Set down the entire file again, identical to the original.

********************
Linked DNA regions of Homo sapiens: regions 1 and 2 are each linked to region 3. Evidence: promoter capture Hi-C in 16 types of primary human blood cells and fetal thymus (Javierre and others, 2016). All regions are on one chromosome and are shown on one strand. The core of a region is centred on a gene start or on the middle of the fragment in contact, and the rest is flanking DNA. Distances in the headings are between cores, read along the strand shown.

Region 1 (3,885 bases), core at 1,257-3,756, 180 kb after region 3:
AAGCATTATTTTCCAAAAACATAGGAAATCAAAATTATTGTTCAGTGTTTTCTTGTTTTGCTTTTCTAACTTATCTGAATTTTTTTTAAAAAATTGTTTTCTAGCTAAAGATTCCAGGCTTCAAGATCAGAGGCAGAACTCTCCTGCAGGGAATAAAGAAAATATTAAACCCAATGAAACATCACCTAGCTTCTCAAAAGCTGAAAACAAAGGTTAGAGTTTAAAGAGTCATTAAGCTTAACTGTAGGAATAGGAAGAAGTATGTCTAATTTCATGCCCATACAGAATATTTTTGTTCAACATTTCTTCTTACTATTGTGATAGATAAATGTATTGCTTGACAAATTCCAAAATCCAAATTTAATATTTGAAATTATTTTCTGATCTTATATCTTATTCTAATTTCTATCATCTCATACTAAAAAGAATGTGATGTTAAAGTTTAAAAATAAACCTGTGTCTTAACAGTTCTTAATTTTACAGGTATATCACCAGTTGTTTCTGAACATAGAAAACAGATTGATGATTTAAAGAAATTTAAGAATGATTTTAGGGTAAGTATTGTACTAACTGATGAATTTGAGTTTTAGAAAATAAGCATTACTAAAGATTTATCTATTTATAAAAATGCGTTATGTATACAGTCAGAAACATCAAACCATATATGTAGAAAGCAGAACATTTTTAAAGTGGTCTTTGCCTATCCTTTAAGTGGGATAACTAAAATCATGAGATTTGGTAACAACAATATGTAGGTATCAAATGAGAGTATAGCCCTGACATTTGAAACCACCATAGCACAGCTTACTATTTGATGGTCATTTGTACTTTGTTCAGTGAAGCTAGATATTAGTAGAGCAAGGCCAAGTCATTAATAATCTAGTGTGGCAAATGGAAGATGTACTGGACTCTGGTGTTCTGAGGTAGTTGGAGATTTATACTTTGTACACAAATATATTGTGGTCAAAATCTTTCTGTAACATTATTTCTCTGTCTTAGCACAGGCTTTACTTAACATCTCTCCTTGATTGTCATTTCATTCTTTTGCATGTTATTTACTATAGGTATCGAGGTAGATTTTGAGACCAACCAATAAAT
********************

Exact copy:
Linked DNA regions of Homo sapiens: regions 1 and 2 are each linked to region 3. Evidence: promoter capture Hi-C in 16 types of primary human blood cells and fetal thymus (Javierre and others, 2016). All regions are on one chromosome and are shown on one strand. The core of a region is centred on a gene start or on the middle of the fragment in contact, and the rest is flanking DNA. Distances in the headings are between cores, read along the strand shown.

Region 1 (3,885 bases), core at 1,257-3,756, 180 kb after region 3:
AAGCATTATTTTCCAAAAACATAGGAAATCAAAATTATTGTTCAGTGTTTTCTTGTTTTGCTTTTCTAACTTATCTGAATTTTTTTTAAAAAATTGTTTTCTAGCTAAAGATTCCAGGCTTCAAGATCAGAGGCAGAACTCTCCTGCAGGGAATAAAGAAAATATTAAACCCAATGAAACATCACCTAGCTTCTCAAAAGCTGAAAACAAAGGTTAGAGTTTAAAGAGTCATTAAGCTTAACTGTAGGAATAGGAAGAAGTATGTCTAATTTCATGCCCATACAGAATATTTTTGTTCAACATTTCTTCTTACTATTGTGATAGATAAATGTATTGCTTGACAAATTCCAAAATCCAAATTTAATATTTGAAATTATTTTCTGATCTTATATCTTATTCTAATTTCTATCATCTCATACTAAAAAGAATGTGATGTTAAAGTTTAAAAATAAACCTGTGTCTTAACAGTTCTTAATTTTACAGGTATATCACCAGTTGTTTCTGAACATAGAAAACAGATTGATGATTTAAAGAAATTTAAGAATGATTTTAGGGTAAGTATTGTACTAACTGATGAATTTGAGTTTTAGAAAATAAGCATTACTAAAGATTTATCTATTTATAAAAATGCGTTATGTATACAGTCAGAAACATCAAACCATATATGTAGAAAGCAGAACATTTTTAAAGTGGTCTTTGCCTATCCTTTAAGTGGGATAACTAAAATCATGAGATTTGGTAACAACAATATGTAGGTATCAAATGAGAGTATAGCCCTGACATTTGAAACCACCATAGCACAGCTTACTATTTGATGGTCATTTGTACTTTGTTCAGTGAAGCTAGATATTAGTAGAGCAAGGCCAAGTCATTAATAATCTAGTGTGGCAAATGGAAGATGTACTGGACTCTGGTGTTCTGAGGTAGTTGGAGATTTATACTTTGTACACAAATATATTGTGGTCAAAATCTTTCTGTAACATTATTTCTCTGTCTTAGCACAGGCTTTACTTAACATCTCTCCTTGATTGTCATTTCATTCTTTTGCATGTTATTTACTATAGGTATCGAGGTAGATTTTGAGACCAACCAATAAAT